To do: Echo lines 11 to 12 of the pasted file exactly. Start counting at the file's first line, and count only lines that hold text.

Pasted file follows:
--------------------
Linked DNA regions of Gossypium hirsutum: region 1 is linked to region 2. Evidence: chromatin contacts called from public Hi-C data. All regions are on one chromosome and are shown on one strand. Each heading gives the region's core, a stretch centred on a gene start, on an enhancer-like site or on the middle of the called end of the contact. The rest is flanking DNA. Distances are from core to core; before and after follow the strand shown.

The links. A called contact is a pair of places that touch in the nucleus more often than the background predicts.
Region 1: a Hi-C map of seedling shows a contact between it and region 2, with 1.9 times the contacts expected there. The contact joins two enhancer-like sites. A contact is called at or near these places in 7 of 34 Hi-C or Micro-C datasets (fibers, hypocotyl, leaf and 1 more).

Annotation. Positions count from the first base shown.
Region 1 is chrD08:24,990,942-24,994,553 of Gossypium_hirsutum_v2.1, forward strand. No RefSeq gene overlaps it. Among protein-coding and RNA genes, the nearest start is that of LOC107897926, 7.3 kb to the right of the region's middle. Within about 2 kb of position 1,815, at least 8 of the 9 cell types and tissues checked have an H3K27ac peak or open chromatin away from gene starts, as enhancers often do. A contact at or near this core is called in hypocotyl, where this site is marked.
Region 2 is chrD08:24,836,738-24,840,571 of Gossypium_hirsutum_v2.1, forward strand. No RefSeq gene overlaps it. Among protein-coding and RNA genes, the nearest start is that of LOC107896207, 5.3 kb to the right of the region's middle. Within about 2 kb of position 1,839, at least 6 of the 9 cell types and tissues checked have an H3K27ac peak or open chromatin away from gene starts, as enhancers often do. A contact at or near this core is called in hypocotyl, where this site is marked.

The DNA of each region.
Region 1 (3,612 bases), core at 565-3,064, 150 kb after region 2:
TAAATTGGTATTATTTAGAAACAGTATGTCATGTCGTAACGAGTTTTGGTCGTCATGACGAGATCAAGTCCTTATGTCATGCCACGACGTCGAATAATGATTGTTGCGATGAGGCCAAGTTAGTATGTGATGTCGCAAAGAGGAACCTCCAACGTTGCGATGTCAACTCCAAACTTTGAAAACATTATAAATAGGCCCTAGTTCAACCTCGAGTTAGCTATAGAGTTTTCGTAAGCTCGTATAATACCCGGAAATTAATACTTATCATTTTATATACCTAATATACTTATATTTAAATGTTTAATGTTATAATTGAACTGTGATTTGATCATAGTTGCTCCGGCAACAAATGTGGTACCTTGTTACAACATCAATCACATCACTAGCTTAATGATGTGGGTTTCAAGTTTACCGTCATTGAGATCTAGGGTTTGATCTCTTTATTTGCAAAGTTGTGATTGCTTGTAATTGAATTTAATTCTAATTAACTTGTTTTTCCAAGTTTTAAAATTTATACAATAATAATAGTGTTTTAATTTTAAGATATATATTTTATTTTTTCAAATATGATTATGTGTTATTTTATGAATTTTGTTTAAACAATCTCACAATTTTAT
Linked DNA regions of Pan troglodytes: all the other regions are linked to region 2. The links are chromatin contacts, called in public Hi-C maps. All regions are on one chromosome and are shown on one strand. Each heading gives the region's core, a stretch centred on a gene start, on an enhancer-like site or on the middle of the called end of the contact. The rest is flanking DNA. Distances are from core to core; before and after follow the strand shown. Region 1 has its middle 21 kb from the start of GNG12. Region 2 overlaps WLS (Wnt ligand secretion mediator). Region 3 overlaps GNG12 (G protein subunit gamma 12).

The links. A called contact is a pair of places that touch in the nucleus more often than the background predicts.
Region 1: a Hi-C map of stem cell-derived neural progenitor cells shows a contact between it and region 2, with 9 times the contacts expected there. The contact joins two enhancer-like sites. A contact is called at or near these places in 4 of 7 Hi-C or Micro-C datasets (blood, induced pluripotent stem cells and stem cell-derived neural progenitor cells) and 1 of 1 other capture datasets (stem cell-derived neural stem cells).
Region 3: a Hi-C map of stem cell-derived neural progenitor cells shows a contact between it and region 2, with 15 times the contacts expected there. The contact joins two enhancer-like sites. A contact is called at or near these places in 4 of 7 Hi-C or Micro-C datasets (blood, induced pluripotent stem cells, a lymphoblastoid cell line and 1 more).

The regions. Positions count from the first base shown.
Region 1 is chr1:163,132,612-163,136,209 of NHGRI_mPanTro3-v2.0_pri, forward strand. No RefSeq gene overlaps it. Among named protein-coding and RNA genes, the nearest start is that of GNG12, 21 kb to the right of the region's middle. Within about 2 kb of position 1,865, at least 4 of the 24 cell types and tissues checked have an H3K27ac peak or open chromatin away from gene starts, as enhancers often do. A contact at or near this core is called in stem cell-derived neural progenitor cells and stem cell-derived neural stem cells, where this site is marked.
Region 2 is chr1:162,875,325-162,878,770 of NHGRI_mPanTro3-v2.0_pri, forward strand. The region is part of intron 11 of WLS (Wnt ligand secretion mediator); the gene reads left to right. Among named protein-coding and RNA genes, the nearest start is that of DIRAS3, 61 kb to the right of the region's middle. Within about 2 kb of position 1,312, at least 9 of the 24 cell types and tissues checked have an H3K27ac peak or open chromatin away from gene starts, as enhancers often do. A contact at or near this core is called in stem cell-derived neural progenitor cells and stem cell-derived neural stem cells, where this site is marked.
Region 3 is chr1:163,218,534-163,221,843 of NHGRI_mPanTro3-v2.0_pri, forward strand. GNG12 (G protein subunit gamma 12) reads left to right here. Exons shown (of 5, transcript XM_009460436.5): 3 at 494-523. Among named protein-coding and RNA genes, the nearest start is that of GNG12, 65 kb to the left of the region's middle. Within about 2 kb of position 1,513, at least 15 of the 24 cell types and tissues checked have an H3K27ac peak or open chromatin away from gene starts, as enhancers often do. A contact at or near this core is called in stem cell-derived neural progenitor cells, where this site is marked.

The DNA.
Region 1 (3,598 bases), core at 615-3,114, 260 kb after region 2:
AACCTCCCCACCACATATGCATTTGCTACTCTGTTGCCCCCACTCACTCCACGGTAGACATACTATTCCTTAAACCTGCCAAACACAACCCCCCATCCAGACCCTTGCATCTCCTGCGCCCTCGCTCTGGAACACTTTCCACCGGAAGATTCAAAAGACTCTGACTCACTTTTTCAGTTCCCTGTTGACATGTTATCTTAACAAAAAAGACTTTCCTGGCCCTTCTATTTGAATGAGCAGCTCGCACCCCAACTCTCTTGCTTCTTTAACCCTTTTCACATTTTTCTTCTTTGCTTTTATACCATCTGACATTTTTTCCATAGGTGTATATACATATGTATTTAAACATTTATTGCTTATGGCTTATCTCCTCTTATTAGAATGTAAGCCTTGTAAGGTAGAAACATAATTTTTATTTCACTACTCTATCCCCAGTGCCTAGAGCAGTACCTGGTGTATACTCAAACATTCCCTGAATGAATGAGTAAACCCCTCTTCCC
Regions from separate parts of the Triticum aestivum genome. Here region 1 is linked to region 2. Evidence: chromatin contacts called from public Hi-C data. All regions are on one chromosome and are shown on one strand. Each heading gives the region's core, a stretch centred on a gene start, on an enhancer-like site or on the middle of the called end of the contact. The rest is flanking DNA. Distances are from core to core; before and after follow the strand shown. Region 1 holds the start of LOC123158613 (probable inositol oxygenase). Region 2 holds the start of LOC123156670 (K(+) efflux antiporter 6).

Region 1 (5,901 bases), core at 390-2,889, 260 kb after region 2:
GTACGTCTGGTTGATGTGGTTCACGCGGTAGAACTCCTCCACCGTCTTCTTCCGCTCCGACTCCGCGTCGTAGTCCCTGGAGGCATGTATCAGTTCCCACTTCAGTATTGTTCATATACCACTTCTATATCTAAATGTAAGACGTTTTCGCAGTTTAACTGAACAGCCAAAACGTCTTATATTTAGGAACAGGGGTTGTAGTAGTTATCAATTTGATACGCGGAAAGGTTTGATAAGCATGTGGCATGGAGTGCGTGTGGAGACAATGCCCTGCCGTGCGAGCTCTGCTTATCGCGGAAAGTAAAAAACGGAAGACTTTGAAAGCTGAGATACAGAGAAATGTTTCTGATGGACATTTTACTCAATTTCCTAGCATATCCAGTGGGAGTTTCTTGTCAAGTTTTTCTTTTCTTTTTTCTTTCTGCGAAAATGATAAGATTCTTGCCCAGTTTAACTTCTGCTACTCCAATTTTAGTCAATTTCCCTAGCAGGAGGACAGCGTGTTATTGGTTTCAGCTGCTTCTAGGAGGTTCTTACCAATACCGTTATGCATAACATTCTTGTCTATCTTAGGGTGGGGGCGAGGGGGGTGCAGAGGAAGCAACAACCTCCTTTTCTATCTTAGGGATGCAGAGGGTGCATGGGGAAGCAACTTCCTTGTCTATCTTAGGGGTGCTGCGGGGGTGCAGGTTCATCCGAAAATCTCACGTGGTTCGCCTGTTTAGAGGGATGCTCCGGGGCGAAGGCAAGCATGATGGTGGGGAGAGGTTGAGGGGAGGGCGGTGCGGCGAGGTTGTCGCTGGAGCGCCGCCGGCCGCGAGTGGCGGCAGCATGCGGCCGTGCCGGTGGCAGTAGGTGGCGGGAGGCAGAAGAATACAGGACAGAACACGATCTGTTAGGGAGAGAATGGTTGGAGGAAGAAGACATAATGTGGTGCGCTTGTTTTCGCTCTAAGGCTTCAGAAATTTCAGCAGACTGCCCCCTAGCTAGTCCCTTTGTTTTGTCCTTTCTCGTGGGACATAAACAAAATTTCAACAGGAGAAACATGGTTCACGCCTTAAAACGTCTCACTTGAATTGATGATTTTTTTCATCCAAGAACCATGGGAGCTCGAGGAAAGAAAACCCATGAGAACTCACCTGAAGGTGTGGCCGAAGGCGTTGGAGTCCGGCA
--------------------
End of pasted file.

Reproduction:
The links. A called contact is a pair of places that touch in the nucleus more often than the background predicts.
Region 1: a Hi-C map of stem cell-derived neural progenitor cells shows a contact between it and region 2, with 9 times the contacts expected there. The contact joins two enhancer-like sites. A contact is called at or near these places in 4 of 7 Hi-C or Micro-C datasets (blood, induced pluripotent stem cells and stem cell-derived neural progenitor cells) and 1 of 1 other capture datasets (stem cell-derived neural stem cells).